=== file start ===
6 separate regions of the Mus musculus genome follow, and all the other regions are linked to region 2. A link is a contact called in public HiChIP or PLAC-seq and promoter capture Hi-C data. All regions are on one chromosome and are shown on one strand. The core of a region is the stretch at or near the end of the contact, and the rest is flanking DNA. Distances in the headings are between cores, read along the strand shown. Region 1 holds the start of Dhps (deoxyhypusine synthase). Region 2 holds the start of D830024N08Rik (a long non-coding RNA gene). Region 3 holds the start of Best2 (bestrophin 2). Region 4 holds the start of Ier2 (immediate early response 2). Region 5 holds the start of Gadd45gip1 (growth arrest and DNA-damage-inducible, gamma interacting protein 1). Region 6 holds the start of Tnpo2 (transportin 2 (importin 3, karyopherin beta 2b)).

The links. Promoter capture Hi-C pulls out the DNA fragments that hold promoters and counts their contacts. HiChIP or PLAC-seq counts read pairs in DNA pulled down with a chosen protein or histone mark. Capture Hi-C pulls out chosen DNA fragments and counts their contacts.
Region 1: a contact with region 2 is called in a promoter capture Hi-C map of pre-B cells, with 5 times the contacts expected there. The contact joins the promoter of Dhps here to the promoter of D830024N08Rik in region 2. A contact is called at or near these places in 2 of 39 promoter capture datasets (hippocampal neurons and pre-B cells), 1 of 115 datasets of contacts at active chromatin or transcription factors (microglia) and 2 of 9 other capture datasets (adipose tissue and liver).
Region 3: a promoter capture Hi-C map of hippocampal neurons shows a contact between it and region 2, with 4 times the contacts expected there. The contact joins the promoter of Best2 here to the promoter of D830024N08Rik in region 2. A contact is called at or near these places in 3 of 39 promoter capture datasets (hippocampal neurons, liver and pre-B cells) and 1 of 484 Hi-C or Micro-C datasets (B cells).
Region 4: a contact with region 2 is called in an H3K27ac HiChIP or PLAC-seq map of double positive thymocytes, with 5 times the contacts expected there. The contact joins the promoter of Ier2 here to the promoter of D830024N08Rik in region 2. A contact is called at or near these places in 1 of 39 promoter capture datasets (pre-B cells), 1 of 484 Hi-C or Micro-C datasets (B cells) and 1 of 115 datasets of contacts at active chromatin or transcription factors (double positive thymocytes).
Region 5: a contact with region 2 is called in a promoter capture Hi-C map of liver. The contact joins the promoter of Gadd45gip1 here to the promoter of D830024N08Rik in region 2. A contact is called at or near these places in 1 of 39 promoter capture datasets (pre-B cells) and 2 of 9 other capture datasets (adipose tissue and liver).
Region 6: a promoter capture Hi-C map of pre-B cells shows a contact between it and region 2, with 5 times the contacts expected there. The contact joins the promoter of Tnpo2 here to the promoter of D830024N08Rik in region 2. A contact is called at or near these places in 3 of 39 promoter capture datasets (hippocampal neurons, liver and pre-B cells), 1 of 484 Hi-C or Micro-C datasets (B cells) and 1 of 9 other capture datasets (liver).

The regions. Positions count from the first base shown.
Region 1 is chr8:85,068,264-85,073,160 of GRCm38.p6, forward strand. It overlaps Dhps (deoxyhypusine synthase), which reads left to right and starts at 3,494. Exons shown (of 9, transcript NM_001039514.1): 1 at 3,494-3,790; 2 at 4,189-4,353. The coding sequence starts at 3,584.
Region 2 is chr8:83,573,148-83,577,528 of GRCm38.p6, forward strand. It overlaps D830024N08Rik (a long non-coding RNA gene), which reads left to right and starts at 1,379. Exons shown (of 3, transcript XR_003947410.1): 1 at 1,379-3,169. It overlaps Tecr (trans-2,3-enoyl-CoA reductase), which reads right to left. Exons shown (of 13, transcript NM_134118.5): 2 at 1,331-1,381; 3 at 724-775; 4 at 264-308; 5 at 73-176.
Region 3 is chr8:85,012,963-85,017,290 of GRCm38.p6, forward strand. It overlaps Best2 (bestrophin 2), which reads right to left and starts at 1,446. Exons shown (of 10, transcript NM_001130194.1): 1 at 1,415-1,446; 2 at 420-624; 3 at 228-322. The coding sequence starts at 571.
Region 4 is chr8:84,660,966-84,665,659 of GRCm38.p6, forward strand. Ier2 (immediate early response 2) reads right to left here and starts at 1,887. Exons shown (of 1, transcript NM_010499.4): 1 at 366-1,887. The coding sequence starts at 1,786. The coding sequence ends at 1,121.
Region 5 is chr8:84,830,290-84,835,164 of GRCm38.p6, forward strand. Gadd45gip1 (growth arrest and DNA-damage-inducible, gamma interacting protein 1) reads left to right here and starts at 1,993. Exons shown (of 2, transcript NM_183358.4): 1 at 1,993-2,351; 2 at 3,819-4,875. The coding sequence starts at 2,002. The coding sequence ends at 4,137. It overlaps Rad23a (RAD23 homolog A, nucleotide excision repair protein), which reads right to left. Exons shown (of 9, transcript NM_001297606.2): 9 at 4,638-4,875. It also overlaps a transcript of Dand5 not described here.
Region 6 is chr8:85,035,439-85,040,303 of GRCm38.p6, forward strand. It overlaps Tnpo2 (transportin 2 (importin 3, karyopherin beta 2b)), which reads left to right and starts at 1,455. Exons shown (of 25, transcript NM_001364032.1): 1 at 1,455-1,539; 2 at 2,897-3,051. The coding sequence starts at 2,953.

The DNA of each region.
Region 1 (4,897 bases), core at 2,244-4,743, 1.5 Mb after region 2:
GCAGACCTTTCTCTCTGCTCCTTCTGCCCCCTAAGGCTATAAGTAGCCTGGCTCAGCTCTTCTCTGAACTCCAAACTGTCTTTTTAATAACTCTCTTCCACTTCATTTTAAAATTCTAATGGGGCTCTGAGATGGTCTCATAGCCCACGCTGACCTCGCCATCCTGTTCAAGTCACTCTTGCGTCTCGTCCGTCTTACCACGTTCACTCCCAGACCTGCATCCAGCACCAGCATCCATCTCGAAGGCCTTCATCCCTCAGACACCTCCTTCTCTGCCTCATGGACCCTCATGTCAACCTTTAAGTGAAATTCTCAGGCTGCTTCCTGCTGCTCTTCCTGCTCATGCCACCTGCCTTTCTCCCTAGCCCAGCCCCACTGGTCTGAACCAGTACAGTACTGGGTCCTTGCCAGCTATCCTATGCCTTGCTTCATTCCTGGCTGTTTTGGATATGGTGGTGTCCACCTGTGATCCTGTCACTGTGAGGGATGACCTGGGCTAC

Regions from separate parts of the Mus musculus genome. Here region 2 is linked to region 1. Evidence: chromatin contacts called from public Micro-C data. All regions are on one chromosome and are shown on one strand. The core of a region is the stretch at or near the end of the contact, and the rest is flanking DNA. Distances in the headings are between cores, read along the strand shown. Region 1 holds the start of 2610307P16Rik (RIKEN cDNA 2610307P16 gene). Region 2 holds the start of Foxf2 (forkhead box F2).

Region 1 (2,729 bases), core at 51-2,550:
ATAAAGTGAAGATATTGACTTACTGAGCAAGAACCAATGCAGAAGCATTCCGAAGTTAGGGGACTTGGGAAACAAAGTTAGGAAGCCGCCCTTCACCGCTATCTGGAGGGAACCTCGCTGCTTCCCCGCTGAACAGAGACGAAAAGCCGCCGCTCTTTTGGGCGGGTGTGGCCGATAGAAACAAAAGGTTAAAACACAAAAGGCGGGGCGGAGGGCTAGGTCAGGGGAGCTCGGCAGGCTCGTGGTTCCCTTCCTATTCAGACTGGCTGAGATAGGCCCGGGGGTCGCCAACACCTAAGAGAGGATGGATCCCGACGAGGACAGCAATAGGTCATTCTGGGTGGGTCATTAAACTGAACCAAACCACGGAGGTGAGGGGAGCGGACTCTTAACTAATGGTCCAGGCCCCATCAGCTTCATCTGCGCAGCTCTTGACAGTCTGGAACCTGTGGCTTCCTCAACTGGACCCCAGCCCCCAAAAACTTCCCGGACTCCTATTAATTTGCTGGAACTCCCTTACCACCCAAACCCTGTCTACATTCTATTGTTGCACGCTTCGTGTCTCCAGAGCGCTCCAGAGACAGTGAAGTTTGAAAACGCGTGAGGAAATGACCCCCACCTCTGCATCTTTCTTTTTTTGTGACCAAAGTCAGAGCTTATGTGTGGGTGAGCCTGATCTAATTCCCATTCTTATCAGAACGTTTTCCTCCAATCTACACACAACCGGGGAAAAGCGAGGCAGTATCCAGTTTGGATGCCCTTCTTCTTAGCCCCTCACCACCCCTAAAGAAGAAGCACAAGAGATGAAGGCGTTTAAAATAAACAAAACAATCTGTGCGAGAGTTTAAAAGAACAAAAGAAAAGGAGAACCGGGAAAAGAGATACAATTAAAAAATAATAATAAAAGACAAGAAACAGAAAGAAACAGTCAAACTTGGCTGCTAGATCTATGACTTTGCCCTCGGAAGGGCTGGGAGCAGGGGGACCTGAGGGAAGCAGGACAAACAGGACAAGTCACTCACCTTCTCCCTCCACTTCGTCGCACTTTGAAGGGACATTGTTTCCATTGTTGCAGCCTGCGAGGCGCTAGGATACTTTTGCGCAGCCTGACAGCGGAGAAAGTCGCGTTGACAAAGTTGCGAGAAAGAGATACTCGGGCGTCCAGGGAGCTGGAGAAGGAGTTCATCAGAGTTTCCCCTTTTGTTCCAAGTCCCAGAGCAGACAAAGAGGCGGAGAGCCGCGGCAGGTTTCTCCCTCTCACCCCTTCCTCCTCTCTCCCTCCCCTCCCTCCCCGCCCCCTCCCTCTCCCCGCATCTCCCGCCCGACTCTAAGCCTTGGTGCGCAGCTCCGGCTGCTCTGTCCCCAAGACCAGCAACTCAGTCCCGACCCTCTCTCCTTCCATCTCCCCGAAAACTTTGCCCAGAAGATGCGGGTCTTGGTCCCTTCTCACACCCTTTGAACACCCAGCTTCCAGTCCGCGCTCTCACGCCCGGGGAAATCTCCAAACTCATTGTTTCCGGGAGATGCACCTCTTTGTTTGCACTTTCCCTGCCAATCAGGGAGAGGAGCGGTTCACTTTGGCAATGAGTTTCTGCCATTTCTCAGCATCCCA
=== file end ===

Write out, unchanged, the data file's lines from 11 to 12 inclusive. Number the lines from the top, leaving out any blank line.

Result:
Region 3 is chr8:85,012,963-85,017,290 of GRCm38.p6, forward strand. It overlaps Best2 (bestrophin 2), which reads right to left and starts at 1,446. Exons shown (of 10, transcript NM_001130194.1): 1 at 1,415-1,446; 2 at 420-624; 3 at 228-322. The coding sequence starts at 571.
Region 4 is chr8:84,660,966-84,665,659 of GRCm38.p6, forward strand. Ier2 (immediate early response 2) reads right to left here and starts at 1,887. Exons shown (of 1, transcript NM_010499.4): 1 at 366-1,887. The coding sequence starts at 1,786. The coding sequence ends at 1,121.